Agriculture remains the No. 1 economic sector in the Peach State despite years of drought.
Ag business is big business, Curt Lacy, an extension economist with Department of Agricultural and Applied Economics at the University of Georgia said Tuesday. About 150 people, including county extension agents, college and political representatives and farmers, attended the annual 2013 Georgia Ag Forecast meeting at Georgia Farm Bureau in Macon.
Georgia has 65 products with significant farm value production, Lacy said.
Last year we had almost $13 billion (farm value), which was up $1 billion over the previous year, he said. But then also consider the indirect impact from jobs that are created from trucking to processing. ... When you add all that up we are somewhere between $70 (billion) and $75 billion in the state of Georgia of direct and indirect value.
In 2011, the overall largest part of the farm values in Georgia -- 40 percent -- came from poultry.
Even though farm values are up, the thing we cant ignore is drought, especially in the Midwest corn belt, Lacy said.
Much of the area depends on snow and winter rains to recharge ground water and that hasnt happened yet, he said. They are starting the year off behind. ... It creates a challenge for us when planting time comes. Its a big, big question mark. It makes a difference if we have $5 (a bushel) corn or $8 (a bushel) corn.
However, 2012 was an exceptional year for Georgia row crop yields and some records were broken. For example:
Corn, 180 bushels per acre. The previous record was 158 bushels per acre in 2011.
Cotton, 1,027 pounds per acre. The previous record was 902 pounds per acre in 2009.
Peanuts, 4,500 pounds per acre. The previous record was 3,625 pounds per acre in 2011.
And prices were up last year.
If you were a crop farmer, last year was a really good year, Lacy said. Im not saying well be able to replicate that this year, but as we look at projected prices for this coming year, I think we are still looking at some pretty favorable prices.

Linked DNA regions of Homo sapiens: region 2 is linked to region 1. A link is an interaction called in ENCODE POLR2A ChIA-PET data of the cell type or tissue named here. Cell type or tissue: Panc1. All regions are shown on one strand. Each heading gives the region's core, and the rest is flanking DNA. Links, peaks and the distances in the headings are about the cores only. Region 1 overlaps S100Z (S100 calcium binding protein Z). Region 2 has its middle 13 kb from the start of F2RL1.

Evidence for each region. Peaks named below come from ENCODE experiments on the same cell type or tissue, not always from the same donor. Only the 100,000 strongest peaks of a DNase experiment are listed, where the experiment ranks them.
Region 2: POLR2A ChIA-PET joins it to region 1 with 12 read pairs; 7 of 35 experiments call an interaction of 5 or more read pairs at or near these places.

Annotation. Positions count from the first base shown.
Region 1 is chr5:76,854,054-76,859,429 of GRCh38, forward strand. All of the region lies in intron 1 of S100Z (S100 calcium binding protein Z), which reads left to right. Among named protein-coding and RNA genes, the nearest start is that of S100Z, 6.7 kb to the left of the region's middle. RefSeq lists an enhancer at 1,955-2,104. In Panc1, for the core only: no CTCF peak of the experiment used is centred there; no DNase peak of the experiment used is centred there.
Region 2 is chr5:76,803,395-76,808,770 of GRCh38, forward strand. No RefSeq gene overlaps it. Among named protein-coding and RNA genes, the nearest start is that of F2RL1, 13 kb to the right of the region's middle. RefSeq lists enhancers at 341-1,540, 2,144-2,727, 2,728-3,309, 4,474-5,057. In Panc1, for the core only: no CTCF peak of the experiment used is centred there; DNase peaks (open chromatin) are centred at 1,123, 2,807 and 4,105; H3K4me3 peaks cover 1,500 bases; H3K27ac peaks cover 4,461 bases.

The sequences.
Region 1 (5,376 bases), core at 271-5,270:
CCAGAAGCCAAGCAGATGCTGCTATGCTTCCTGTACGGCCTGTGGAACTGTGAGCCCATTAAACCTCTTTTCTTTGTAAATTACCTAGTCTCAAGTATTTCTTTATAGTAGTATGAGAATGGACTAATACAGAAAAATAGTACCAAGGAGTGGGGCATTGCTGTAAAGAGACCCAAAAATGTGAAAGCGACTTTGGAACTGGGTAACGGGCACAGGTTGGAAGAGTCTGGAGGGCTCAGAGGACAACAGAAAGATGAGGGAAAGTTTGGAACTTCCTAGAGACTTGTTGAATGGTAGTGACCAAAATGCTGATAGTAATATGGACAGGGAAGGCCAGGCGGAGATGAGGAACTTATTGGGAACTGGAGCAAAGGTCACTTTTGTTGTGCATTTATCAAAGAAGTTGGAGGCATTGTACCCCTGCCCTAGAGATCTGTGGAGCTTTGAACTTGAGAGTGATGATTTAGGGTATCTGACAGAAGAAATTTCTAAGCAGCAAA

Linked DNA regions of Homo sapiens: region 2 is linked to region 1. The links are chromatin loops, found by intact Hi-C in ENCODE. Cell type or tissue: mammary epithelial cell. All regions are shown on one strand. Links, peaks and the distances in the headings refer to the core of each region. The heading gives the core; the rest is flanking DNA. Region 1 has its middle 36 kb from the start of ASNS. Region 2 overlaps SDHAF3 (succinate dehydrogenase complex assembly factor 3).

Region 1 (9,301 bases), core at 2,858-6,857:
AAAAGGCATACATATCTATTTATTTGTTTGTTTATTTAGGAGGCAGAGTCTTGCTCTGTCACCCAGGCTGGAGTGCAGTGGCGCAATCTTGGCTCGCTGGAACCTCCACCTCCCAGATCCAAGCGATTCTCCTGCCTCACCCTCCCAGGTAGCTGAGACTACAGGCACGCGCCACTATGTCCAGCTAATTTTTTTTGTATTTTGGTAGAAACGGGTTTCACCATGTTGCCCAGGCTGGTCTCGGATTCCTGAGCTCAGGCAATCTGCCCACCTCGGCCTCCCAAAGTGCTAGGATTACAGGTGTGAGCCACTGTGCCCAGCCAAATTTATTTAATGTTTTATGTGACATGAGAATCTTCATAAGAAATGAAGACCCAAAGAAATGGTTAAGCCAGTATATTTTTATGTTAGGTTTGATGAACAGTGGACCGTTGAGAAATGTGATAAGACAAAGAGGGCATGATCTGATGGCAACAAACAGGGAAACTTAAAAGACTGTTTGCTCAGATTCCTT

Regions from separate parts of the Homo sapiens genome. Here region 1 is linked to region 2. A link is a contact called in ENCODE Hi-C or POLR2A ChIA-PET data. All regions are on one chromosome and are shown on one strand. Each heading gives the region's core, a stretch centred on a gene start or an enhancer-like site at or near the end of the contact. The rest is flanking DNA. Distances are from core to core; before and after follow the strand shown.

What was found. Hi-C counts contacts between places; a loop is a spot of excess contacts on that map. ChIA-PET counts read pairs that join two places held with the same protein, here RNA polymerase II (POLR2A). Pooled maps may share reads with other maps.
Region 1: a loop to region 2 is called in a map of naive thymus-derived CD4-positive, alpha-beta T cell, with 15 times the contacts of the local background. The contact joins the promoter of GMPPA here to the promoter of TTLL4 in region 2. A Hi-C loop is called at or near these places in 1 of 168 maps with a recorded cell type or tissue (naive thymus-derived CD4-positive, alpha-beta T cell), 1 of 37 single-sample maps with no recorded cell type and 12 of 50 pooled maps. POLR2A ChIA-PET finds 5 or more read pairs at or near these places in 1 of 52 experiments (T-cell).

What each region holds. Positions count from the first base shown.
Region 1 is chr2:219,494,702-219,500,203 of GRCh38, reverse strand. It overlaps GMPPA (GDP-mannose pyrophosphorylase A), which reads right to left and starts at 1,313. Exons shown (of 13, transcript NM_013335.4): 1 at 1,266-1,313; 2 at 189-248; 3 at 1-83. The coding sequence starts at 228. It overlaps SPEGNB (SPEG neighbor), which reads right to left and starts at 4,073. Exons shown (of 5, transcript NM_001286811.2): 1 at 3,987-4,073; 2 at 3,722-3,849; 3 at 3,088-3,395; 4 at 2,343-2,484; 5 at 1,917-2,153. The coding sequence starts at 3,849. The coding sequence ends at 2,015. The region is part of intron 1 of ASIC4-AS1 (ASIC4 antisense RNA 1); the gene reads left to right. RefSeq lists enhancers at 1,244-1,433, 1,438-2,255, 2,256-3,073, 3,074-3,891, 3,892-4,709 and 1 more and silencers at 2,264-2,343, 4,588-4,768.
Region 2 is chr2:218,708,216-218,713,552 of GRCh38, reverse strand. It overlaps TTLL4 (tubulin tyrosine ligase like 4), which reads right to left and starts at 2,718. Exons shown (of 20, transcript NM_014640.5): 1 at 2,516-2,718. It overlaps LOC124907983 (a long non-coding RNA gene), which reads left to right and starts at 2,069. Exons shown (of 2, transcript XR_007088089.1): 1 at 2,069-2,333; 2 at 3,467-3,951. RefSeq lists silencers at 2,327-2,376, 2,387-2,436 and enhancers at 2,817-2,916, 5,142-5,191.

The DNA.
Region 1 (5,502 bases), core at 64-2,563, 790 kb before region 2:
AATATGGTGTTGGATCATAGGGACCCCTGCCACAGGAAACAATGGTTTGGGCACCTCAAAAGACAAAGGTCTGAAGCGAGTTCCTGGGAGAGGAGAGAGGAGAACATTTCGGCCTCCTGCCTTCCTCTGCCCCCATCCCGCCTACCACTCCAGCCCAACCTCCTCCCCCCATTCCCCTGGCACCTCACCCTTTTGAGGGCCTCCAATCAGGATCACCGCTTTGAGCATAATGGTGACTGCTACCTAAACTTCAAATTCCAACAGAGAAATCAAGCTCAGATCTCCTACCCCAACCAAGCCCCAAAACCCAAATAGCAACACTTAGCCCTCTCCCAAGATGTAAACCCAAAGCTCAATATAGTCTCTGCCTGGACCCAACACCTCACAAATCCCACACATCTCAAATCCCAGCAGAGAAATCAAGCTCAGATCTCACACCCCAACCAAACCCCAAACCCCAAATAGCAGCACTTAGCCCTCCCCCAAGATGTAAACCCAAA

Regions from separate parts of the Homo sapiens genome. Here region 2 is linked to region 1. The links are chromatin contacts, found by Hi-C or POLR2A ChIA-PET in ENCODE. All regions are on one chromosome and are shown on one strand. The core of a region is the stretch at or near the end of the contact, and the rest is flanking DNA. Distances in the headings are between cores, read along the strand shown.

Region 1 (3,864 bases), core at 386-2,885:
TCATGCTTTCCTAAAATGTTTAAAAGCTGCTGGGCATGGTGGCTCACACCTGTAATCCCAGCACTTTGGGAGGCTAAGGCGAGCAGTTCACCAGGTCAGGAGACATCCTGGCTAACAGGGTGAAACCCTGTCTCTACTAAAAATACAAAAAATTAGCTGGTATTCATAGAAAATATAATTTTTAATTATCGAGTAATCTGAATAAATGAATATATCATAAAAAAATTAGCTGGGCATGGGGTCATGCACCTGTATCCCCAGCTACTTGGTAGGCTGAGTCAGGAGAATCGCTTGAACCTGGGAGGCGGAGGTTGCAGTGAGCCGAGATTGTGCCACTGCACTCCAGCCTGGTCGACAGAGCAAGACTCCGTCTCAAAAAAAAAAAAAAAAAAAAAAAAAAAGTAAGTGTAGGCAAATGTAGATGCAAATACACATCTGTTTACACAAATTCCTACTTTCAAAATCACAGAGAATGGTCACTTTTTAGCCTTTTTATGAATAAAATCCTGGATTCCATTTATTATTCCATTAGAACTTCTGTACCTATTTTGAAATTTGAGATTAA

That sounded good to Dooly County farmer Clegg Griggs who, with his family, farms about 2,200 acres of cotton, corn, wheat and rye.
While what he heard was not a big surprise, Griggs, 35, said he likes to attend the annual meetings to make sure there is no bad forecast.
For 2013, agriculture growth is expected to be slow but steady in Georgia and the U.S.
A lot of this depends on what happens with the economy, Lacy said. We can expect most food prices to remain relatively stable, again depending on what happens with the weather. ... One of the good things we do have going for us is, at least this year and weve had it for the past several years, is the weak U.S. dollar. ... When we have a weak dollar, it makes our products more affordable to our international customers. So thats good for us from an export standpoint. ... But a weak dollar hurts imports.
Al Pearson, owner of Pearson Farm in Crawford County, said he and his son grow about 1,500 acres of peaches and about 2,500 acres of pecans. Pearson Farm has been indirectly involved with exporting pecans to China since 1998 when they sold 100,000 pounds of the nuts to a Chinese company.
In 2007, China purchased 22 million pounds of pecans from the U.S., Pearson said.
2007 was a good year, he said. So we got our foot in the door, and they liked the product. ... This year, it looks like (the U.S.) is going to try to ship 90-some-odd million pounds of pecans (to China). Thats huge. ... How did that happen? China had an exploding buying power in the middle class ... and China had a receptive governmental environment.
KatheFalls, director of the Georgia Department of Economic Development International Trade Team, talked about the impact of agricultural exports. While her latest figures were from 2011, the data so far indicate Georgia maintained its position last year, she said.
Georgias exports reached $34.7 billion in 2011, a 141 percent increase during the past 10 years. Georgia is the 12th leading export state, and the top exports include wood pulp, poultry, pecans, textile floor coverings, paper and paperboard, and aluminum.
The top agricultural export markets were Canada (17 percent), Hong Kong (11 percent) and Mexico (7 percent).
One in 3 acres on U.S. farms is planted for export, Falls said. Thirty-nine percent of exports through the Port of Savannah were ag commodities.
Getting involved in exporting farm products is not something that can be done quickly, she said.
It could take three months or six months but most often its one year or two years, she said. You have to be committed to get into it for the long haul.
To contact writer Linda S. Morris, call 744-4223.